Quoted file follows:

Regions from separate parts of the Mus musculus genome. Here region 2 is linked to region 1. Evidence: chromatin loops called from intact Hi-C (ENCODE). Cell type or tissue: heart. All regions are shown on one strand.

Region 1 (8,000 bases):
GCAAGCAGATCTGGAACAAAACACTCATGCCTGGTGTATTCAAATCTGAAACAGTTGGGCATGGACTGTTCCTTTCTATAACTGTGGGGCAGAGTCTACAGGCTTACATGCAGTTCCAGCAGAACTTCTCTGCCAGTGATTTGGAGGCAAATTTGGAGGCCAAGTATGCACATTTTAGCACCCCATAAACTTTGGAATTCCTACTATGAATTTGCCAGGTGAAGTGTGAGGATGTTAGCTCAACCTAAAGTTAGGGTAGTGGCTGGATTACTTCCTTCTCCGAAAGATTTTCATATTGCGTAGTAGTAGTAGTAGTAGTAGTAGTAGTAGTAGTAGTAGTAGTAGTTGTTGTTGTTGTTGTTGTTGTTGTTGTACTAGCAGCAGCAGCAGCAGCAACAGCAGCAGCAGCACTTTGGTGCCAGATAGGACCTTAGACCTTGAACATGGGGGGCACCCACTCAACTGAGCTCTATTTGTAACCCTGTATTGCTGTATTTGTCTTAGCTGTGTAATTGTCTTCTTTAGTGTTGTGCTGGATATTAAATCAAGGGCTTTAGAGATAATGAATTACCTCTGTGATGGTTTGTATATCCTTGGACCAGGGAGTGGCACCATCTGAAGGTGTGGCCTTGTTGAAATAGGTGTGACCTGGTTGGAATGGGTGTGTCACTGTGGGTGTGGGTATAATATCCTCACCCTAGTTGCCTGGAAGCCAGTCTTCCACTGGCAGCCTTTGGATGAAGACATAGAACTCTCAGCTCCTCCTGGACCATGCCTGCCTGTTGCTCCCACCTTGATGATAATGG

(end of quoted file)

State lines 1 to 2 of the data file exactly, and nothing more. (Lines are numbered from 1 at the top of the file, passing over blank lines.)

Regions from separate parts of the Mus musculus genome. Here region 2 is linked to region 1. Evidence: chromatin loops called from intact Hi-C (ENCODE). Cell type or tissue: heart. All regions are shown on one strand.

Region 1 (8,000 bases):